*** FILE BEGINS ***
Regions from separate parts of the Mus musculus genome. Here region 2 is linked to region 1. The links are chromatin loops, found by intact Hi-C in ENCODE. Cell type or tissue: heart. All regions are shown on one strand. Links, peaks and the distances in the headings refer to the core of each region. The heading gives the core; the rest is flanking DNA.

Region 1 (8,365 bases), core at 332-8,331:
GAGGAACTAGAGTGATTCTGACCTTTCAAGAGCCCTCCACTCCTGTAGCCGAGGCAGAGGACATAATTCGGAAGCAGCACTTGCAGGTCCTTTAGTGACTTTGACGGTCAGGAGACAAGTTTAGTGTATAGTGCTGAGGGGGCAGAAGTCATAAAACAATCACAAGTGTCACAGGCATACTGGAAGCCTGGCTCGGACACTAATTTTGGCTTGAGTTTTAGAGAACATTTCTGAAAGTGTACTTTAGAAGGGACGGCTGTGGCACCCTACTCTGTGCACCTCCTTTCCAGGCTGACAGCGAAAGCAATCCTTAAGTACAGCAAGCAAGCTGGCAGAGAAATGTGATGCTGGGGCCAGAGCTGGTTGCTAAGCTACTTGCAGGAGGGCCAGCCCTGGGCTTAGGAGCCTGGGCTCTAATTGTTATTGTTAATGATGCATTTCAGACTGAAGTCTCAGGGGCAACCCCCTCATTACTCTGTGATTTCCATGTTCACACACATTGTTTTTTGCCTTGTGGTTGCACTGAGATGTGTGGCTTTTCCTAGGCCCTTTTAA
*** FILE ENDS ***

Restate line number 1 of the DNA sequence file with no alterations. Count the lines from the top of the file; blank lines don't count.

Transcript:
Regions from separate parts of the Mus musculus genome. Here region 2 is linked to region 1. The links are chromatin loops, found by intact Hi-C in ENCODE. Cell type or tissue: heart. All regions are shown on one strand. Links, peaks and the distances in the headings refer to the core of each region. The heading gives the core; the rest is flanking DNA.